There was nothing particularly standout about the Kao The Kangaroo demo, but I enjoyed every second of it and wished I could have played much more. Nostalgia hits me hard for this type of game, so I was happy to get a taste of something so comfortable.

I played the original Kao The Kangaroo (2000) on a friend’s GBA. I have no strong feelings for the franchise, even if I’m aware there are a group of superfans out here for a franchise with just three games under its belt. What I do like, however, is 3D platformers. We don’t get many these days, so any game that can initiate nostalgia for my childhood and the PS2 era of mascot platformers gets my attention. Kao the Kangaroo falls squarely in that territory. A recognisable character and levels that involve platforming, taking on enemies, collectables, secrets and enemies to spin, jump and, in this case, punch. 

The demo was only twenty minutes long, it’s a small taste of the Kao the Kangaroo game that’s released later this year, but I was thrilled with everything that’s here. It all starts with introducing how to double jump and attack enemies. Anyone who’s played the genre before will feel perfectly at home. The combat is easy as Kao punches enemies with magical boxing gloves and builds up a special metre to initiate a sizable AOE attack. It’s satisfying, and I’m okay with combat in these games quick and fast and with little challenge. Save that for the boss fights.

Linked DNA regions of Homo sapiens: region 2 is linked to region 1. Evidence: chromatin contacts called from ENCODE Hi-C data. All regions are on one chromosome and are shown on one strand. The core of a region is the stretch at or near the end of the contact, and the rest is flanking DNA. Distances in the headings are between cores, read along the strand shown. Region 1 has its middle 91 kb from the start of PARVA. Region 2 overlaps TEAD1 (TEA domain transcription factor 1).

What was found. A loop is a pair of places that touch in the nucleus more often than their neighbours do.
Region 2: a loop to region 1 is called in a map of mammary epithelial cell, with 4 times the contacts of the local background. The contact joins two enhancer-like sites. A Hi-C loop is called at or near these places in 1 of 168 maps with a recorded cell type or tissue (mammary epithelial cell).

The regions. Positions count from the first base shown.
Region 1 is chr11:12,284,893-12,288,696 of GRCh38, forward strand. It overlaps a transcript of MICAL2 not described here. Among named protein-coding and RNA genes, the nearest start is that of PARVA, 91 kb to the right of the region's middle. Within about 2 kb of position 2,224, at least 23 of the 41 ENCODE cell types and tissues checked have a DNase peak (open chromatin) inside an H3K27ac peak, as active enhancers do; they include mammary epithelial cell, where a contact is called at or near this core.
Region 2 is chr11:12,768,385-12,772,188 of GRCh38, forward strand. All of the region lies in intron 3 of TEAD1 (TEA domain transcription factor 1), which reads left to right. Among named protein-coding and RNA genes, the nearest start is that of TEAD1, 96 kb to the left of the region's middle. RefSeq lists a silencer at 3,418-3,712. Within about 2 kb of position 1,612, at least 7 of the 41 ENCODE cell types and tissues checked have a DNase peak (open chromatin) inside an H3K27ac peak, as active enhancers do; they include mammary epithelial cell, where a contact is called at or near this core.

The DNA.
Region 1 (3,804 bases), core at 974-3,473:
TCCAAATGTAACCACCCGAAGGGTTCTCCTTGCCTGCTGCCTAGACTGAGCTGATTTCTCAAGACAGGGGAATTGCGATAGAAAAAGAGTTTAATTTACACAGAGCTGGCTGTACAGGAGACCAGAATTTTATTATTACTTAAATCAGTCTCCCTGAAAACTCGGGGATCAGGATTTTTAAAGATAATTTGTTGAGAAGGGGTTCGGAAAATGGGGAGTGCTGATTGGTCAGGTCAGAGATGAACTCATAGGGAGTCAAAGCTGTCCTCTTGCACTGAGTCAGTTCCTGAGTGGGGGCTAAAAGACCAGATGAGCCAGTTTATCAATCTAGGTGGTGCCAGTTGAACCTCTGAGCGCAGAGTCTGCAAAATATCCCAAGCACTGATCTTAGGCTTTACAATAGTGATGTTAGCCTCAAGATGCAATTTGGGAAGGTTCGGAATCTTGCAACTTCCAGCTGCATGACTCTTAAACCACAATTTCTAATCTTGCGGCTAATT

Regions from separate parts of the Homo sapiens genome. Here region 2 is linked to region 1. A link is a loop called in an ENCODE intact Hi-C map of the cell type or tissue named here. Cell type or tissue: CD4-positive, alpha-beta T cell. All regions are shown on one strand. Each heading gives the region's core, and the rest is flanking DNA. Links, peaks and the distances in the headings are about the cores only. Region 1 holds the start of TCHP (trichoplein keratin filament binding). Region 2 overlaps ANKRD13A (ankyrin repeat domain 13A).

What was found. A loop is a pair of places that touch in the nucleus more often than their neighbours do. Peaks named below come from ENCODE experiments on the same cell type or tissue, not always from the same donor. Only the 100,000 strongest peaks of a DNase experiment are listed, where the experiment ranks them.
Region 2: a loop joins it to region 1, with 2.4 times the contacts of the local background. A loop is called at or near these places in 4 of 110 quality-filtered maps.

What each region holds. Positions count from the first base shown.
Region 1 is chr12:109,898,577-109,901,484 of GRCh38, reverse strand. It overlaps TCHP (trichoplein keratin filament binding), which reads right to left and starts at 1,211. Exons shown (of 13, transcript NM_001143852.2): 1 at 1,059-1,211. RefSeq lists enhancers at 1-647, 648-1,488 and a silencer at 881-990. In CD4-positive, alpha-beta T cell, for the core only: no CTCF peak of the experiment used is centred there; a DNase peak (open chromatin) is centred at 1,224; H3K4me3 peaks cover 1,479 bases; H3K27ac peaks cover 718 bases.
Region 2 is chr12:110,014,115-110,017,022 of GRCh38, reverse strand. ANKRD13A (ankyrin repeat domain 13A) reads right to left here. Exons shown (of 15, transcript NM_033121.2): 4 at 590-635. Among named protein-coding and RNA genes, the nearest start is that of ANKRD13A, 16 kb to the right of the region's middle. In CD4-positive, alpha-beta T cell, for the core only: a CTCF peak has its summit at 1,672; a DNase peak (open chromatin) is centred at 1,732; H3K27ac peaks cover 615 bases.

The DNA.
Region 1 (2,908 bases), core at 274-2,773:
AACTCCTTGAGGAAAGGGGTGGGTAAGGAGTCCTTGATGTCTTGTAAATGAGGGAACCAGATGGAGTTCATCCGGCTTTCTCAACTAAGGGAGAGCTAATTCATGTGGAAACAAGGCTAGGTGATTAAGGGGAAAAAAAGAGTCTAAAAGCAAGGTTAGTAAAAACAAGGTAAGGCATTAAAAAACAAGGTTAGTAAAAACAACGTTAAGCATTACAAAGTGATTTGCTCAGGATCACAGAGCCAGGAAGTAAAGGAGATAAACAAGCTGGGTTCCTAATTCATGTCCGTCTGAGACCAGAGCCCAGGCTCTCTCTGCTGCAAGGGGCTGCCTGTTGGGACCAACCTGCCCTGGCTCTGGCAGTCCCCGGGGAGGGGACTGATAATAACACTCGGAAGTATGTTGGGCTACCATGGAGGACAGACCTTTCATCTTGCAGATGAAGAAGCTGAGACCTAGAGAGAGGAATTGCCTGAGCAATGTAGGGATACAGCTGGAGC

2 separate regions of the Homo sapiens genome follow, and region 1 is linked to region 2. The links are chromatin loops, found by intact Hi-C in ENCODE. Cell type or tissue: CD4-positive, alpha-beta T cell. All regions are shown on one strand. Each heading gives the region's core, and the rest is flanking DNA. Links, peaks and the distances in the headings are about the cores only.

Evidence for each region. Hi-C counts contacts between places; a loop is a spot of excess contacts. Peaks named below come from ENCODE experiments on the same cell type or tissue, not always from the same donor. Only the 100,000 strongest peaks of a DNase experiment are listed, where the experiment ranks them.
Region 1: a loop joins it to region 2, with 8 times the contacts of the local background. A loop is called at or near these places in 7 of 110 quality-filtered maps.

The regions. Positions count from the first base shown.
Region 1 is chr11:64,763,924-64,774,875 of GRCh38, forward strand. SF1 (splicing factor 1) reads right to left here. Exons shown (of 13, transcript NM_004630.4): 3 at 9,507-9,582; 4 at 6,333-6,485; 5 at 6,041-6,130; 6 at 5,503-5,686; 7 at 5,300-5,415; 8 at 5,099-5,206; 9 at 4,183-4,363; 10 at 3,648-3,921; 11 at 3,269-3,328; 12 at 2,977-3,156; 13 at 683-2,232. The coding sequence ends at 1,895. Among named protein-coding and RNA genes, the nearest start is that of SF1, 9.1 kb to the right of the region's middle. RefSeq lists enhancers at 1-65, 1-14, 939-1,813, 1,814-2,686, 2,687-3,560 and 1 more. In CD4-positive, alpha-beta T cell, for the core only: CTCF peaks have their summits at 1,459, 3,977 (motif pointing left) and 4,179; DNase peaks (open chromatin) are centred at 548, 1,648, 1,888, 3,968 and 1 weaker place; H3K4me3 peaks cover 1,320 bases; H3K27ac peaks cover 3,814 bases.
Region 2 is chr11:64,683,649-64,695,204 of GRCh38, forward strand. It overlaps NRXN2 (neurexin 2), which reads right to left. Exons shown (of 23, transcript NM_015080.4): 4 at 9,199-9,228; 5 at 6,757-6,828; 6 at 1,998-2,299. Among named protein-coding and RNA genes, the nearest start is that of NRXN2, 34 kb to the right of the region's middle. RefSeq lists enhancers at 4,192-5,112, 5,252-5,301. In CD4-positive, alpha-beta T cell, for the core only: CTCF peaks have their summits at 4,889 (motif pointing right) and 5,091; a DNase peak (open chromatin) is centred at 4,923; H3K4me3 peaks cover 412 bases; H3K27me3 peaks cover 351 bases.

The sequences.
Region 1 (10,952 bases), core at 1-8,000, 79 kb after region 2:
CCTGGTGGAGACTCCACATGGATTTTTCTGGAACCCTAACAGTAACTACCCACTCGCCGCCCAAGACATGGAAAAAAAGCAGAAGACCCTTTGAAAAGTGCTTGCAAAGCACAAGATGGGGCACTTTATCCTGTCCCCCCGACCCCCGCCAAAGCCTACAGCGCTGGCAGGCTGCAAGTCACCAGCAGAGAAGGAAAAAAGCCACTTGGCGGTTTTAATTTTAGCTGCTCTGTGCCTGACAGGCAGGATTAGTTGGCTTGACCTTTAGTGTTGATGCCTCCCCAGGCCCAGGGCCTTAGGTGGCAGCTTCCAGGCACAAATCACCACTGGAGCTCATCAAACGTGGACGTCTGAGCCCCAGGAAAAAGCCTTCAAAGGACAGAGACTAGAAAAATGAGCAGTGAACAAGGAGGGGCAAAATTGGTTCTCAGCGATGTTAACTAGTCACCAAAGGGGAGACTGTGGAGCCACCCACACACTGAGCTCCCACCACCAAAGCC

When jumping between logs and ledges, the platforming feels decent with a little bit of weight to the kangaroo. Kao can grab onto ledges and double jump, so there’s a mix of old school essentials and new mechanics. 

I came across a few different secrets like the letters K, O and A to collect, coins — which I think was to buy stuff later, but I’m not sure — and then crystals. Plus, I found two portals I couldn’t access in the demo, which looked like bonus levels. Checking every knock and cranny, smashing every box, and exploring every direction the level could take you, I fell back into the usual structure of playing 3D platformers. It’s enjoyable to watch my brain process playing Kao like sinking into a nice soft couch.

What I played, and you can too, is a short demo, but I enjoyed my time with Kao The Kangaroo, and I’m excited to get my hands on the whole game later this year.

The demo for Kao The Kangaroo will be playable for everyone during Steam Next Fest (21-28 February).